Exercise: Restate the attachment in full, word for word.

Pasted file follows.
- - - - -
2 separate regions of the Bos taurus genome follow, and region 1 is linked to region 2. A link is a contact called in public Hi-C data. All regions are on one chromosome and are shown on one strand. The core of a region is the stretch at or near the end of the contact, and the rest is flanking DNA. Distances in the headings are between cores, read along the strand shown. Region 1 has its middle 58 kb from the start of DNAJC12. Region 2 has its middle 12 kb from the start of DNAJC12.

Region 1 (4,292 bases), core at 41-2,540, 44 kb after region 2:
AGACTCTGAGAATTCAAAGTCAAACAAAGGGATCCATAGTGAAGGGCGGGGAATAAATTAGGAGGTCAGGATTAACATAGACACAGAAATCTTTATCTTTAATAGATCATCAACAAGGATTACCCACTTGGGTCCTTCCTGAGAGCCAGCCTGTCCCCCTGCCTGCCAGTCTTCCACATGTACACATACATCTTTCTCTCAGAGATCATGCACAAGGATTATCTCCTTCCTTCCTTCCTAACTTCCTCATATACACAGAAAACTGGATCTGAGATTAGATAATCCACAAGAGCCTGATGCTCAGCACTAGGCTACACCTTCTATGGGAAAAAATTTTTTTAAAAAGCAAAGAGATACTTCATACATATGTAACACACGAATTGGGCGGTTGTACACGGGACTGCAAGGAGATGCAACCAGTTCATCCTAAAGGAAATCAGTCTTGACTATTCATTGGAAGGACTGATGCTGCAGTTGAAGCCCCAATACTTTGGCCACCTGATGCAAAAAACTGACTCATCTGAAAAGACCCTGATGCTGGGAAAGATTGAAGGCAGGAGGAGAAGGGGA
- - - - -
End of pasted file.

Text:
2 separate regions of the Bos taurus genome follow, and region 1 is linked to region 2. A link is a contact called in public Hi-C data. All regions are on one chromosome and are shown on one strand. The core of a region is the stretch at or near the end of the contact, and the rest is flanking DNA. Distances in the headings are between cores, read along the strand shown. Region 1 has its middle 58 kb from the start of DNAJC12. Region 2 has its middle 12 kb from the start of DNAJC12.

Region 1 (4,292 bases), core at 41-2,540, 44 kb after region 2:
AGACTCTGAGAATTCAAAGTCAAACAAAGGGATCCATAGTGAAGGGCGGGGAATAAATTAGGAGGTCAGGATTAACATAGACACAGAAATCTTTATCTTTAATAGATCATCAACAAGGATTACCCACTTGGGTCCTTCCTGAGAGCCAGCCTGTCCCCCTGCCTGCCAGTCTTCCACATGTACACATACATCTTTCTCTCAGAGATCATGCACAAGGATTATCTCCTTCCTTCCTTCCTAACTTCCTCATATACACAGAAAACTGGATCTGAGATTAGATAATCCACAAGAGCCTGATGCTCAGCACTAGGCTACACCTTCTATGGGAAAAAATTTTTTTAAAAAGCAAAGAGATACTTCATACATATGTAACACACGAATTGGGCGGTTGTACACGGGACTGCAAGGAGATGCAACCAGTTCATCCTAAAGGAAATCAGTCTTGACTATTCATTGGAAGGACTGATGCTGCAGTTGAAGCCCCAATACTTTGGCCACCTGATGCAAAAAACTGACTCATCTGAAAAGACCCTGATGCTGGGAAAGATTGAAGGCAGGAGGAGAAGGGGA